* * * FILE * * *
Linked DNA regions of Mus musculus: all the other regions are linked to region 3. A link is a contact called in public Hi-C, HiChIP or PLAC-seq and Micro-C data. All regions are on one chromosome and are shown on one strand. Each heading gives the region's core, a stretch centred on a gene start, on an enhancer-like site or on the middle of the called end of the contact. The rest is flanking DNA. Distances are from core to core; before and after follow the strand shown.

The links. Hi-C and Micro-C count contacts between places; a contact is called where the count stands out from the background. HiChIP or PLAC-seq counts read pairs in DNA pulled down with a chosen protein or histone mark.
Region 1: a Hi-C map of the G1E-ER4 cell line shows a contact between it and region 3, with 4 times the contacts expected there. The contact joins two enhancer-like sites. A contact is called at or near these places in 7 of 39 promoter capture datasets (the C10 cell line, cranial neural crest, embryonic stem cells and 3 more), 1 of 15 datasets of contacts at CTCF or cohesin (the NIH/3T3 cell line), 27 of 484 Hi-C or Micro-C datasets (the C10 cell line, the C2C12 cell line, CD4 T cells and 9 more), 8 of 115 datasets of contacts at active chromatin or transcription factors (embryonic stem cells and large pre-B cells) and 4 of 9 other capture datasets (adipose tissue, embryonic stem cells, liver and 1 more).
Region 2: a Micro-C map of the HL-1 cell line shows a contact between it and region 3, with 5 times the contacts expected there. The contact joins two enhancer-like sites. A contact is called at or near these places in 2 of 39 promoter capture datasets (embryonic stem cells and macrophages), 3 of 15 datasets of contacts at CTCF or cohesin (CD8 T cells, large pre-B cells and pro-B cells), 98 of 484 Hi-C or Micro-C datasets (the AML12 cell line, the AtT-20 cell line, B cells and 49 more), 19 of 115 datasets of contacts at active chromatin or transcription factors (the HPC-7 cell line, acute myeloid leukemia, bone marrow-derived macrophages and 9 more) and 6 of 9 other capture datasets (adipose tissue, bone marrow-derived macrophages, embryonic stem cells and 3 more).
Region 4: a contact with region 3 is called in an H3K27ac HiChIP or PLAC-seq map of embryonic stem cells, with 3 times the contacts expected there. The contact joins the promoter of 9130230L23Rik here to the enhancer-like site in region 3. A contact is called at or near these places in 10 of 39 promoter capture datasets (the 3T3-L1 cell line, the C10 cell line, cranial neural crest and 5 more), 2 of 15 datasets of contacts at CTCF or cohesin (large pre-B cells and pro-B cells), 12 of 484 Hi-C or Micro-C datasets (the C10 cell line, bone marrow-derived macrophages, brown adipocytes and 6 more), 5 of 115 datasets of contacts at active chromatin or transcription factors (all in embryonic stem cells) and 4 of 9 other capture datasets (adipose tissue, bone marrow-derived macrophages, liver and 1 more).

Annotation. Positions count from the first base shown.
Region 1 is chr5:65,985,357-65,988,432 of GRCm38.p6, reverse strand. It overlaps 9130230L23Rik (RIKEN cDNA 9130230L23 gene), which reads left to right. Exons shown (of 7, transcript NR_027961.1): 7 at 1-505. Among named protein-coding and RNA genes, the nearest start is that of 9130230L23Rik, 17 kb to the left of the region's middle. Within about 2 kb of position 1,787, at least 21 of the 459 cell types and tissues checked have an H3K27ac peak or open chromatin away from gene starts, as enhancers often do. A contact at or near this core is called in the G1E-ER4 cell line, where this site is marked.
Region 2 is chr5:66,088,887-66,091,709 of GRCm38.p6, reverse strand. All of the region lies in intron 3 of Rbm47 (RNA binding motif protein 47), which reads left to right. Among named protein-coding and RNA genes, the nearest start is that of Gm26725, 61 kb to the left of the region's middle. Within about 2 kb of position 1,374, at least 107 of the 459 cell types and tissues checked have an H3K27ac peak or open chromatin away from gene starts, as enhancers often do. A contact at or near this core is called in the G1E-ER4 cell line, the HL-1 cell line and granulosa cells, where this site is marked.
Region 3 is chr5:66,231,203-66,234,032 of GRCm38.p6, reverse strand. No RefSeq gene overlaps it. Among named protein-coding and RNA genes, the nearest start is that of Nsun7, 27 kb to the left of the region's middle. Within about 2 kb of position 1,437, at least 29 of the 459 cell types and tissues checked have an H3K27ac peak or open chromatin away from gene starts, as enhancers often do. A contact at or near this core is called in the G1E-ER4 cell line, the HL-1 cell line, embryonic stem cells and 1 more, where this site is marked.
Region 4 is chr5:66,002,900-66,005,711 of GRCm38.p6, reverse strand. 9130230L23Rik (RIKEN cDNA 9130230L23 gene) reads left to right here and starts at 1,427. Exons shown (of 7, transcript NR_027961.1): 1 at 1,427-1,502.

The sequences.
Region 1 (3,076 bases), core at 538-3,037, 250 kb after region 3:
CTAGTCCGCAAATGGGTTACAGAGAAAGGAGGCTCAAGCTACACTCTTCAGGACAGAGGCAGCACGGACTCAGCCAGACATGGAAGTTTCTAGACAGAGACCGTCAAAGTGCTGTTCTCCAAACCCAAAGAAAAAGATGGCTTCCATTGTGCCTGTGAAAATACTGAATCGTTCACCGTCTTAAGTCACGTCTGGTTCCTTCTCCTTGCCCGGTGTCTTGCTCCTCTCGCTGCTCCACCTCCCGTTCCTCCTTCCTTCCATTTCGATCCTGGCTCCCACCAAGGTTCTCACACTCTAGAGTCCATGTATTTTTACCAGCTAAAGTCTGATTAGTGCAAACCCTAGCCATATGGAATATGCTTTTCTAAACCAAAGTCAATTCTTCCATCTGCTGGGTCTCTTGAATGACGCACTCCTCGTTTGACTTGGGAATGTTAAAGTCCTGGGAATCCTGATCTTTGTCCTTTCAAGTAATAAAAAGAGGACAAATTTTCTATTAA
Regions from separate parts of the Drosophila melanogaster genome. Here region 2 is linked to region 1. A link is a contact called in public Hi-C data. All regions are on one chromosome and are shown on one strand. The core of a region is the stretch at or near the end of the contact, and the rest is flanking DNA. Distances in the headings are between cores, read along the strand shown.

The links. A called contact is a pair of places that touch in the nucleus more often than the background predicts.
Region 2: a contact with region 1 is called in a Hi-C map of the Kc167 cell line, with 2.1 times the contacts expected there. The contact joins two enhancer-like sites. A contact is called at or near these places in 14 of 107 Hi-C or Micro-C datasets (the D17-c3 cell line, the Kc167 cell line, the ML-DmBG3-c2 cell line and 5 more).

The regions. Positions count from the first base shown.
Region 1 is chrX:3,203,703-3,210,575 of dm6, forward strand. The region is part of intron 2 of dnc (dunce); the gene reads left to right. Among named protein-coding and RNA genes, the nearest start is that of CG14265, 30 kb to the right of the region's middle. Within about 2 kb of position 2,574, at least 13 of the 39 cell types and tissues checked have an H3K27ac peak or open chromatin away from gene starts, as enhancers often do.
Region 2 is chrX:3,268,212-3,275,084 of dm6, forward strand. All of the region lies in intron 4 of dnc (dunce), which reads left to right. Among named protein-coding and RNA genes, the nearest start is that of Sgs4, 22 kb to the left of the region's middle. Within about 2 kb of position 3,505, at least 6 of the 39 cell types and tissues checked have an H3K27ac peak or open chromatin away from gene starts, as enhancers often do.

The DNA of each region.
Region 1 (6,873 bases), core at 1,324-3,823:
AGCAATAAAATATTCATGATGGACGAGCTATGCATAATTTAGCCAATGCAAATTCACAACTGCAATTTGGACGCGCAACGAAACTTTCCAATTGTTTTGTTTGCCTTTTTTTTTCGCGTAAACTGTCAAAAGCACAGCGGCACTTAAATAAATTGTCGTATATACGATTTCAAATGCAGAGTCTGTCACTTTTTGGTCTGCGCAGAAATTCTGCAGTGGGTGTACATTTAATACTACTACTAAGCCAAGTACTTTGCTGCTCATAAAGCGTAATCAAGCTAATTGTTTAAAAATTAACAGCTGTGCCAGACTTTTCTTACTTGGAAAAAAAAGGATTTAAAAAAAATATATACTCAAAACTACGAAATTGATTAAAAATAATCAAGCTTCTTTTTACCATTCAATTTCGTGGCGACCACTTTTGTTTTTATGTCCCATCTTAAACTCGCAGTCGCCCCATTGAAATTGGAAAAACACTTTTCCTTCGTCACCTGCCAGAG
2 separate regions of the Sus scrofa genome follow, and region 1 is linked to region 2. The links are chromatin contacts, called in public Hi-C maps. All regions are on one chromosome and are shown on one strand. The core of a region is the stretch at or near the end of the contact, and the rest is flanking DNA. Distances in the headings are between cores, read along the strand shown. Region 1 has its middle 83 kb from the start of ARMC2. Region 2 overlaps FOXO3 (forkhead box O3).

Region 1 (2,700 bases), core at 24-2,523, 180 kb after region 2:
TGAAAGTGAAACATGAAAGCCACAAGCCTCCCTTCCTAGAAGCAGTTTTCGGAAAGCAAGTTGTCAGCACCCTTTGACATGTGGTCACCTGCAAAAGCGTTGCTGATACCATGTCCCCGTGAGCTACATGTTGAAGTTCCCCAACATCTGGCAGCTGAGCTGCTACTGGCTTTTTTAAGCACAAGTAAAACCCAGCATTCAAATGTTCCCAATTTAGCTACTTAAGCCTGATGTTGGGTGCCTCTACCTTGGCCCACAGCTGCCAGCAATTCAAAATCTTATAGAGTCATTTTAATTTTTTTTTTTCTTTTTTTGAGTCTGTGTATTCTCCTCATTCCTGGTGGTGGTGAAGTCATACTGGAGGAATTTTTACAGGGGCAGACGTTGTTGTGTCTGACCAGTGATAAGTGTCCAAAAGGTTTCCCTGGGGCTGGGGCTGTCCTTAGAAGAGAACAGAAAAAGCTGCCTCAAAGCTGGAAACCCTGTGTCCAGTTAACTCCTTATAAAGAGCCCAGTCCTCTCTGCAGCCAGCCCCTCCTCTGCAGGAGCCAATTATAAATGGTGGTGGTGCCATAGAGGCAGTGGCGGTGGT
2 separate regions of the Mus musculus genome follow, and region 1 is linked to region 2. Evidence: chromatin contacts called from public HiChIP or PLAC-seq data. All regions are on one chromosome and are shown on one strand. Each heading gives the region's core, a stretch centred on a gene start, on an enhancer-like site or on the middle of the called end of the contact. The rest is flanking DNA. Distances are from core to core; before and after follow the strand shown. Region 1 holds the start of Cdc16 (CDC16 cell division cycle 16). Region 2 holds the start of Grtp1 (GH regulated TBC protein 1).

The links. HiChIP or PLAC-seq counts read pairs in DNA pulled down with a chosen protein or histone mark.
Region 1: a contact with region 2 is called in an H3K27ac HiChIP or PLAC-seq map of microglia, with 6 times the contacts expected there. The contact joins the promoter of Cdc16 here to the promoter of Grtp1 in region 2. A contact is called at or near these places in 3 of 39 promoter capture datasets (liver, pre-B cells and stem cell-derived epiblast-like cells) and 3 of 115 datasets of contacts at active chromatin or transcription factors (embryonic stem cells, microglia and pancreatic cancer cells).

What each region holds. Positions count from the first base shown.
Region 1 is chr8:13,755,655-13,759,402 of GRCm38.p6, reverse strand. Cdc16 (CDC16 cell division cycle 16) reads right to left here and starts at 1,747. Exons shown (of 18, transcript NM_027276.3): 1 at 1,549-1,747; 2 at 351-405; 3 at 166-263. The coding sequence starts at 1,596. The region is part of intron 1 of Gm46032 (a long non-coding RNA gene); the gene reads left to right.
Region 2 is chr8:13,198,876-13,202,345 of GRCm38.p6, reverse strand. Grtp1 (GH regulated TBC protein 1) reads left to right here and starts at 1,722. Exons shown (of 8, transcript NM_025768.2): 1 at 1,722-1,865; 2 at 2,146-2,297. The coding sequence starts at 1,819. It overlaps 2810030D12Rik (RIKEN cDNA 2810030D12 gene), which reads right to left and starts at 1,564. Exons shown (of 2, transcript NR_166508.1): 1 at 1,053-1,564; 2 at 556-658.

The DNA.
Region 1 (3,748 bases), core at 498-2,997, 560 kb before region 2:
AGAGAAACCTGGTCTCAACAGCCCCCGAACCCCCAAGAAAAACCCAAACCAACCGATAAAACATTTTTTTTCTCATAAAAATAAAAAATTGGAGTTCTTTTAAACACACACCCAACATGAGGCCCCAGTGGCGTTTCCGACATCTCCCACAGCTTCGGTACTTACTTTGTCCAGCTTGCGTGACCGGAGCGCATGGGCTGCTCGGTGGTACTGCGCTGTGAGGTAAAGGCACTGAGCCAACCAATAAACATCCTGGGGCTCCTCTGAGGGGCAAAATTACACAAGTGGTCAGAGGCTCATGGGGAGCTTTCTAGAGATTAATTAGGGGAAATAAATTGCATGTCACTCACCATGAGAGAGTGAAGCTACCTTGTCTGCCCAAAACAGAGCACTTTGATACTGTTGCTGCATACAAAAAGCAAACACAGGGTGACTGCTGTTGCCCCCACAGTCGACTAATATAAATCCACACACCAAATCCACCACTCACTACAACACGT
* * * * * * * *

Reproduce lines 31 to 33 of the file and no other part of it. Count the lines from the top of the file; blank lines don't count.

Region 2 is chr8:13,198,876-13,202,345 of GRCm38.p6, reverse strand. Grtp1 (GH regulated TBC protein 1) reads left to right here and starts at 1,722. Exons shown (of 8, transcript NM_025768.2): 1 at 1,722-1,865; 2 at 2,146-2,297. The coding sequence starts at 1,819. It overlaps 2810030D12Rik (RIKEN cDNA 2810030D12 gene), which reads right to left and starts at 1,564. Exons shown (of 2, transcript NR_166508.1): 1 at 1,053-1,564; 2 at 556-658.

The DNA.
Region 1 (3,748 bases), core at 498-2,997, 560 kb before region 2: